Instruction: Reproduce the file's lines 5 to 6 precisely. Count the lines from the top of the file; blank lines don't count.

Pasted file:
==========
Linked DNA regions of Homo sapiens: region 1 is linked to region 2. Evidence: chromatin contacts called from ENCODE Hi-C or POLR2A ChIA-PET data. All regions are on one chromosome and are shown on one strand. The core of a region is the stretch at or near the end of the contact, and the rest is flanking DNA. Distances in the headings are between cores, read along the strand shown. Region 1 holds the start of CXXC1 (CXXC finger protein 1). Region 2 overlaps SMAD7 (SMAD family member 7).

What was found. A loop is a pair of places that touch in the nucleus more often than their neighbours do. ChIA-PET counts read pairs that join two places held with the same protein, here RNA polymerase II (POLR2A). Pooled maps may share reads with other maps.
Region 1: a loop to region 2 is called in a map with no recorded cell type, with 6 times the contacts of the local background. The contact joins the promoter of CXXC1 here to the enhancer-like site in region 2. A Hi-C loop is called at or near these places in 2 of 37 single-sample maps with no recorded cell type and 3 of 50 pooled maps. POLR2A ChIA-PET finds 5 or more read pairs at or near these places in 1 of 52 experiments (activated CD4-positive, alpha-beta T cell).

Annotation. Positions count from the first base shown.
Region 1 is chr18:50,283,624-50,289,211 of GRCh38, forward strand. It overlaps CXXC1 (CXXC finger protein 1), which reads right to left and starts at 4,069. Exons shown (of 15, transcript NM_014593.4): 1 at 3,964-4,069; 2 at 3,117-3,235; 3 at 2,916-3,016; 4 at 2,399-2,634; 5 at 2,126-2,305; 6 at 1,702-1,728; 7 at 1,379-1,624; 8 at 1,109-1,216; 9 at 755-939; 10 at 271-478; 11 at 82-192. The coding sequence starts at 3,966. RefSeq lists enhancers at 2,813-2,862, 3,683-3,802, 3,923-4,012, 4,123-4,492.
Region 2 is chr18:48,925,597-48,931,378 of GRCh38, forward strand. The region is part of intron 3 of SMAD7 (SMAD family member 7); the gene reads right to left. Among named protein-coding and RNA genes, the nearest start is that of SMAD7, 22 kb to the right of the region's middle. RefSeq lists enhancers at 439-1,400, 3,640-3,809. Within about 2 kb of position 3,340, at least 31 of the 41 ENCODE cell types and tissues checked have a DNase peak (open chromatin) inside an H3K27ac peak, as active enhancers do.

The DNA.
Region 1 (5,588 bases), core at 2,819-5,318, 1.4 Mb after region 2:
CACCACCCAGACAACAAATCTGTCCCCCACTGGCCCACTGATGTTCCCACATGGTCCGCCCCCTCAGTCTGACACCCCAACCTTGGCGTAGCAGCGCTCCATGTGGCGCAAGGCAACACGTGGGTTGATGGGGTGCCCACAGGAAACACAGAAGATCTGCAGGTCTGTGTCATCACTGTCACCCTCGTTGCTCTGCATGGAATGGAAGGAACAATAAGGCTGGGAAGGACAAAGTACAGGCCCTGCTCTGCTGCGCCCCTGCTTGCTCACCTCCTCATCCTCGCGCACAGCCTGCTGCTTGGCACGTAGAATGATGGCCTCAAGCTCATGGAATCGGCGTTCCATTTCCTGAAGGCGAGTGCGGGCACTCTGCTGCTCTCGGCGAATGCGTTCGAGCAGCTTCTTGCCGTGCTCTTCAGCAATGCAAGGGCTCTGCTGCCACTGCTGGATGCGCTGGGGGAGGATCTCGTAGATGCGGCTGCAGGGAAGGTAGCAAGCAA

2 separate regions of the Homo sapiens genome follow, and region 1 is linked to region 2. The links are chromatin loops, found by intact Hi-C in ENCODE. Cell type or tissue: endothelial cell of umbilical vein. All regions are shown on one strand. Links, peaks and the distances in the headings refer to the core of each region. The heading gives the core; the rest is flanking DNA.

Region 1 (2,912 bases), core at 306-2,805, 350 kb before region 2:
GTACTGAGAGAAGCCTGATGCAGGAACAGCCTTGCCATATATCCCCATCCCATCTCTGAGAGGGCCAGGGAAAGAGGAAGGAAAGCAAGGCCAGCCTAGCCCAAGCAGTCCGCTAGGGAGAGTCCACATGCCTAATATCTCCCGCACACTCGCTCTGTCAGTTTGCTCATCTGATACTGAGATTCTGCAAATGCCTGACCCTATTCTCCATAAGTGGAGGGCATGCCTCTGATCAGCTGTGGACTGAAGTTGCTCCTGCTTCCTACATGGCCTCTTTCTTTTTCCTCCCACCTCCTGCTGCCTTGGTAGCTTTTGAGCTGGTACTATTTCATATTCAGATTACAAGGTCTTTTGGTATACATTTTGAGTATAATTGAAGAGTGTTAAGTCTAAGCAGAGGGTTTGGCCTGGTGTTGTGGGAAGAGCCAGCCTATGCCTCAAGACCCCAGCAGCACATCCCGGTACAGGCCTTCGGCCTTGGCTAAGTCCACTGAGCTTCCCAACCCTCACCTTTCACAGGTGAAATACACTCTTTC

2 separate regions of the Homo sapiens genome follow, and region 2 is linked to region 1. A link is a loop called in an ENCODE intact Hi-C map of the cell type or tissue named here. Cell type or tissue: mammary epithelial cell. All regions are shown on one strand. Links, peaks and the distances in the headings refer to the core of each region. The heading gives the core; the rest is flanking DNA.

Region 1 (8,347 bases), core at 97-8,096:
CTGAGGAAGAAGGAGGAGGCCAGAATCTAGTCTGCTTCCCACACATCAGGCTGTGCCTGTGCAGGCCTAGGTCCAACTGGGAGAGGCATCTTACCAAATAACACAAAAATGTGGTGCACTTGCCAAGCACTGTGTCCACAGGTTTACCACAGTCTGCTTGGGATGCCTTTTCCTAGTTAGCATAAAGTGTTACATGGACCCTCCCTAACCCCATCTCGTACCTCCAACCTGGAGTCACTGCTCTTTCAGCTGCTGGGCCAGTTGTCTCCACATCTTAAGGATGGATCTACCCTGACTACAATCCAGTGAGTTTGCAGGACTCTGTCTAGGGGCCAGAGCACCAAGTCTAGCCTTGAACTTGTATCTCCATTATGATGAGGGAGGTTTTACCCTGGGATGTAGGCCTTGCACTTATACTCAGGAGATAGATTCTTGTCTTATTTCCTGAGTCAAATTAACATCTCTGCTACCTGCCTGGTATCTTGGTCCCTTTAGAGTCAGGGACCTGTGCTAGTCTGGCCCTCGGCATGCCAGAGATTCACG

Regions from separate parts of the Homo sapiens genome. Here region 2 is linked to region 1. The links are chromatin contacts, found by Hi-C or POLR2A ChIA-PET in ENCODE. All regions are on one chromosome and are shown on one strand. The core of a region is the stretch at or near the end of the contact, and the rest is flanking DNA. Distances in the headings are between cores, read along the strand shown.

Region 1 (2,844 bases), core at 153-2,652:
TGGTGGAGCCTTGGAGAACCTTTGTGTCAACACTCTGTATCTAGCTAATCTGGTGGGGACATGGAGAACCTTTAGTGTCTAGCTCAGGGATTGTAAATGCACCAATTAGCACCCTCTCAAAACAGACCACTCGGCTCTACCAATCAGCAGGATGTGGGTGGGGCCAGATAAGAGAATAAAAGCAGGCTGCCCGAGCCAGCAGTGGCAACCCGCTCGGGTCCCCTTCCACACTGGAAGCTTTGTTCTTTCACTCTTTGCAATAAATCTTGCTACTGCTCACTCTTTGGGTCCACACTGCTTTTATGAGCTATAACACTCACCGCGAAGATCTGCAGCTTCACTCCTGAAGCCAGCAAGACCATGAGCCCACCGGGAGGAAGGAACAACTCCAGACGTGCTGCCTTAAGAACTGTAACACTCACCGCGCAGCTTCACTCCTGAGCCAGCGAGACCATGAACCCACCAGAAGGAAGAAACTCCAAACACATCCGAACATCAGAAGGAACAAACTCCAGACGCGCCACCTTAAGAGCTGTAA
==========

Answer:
Region 1 is chr18:50,283,624-50,289,211 of GRCh38, forward strand. It overlaps CXXC1 (CXXC finger protein 1), which reads right to left and starts at 4,069. Exons shown (of 15, transcript NM_014593.4): 1 at 3,964-4,069; 2 at 3,117-3,235; 3 at 2,916-3,016; 4 at 2,399-2,634; 5 at 2,126-2,305; 6 at 1,702-1,728; 7 at 1,379-1,624; 8 at 1,109-1,216; 9 at 755-939; 10 at 271-478; 11 at 82-192. The coding sequence starts at 3,966. RefSeq lists enhancers at 2,813-2,862, 3,683-3,802, 3,923-4,012, 4,123-4,492.
Region 2 is chr18:48,925,597-48,931,378 of GRCh38, forward strand. The region is part of intron 3 of SMAD7 (SMAD family member 7); the gene reads right to left. Among named protein-coding and RNA genes, the nearest start is that of SMAD7, 22 kb to the right of the region's middle. RefSeq lists enhancers at 439-1,400, 3,640-3,809. Within about 2 kb of position 3,340, at least 31 of the 41 ENCODE cell types and tissues checked have a DNase peak (open chromatin) inside an H3K27ac peak, as active enhancers do.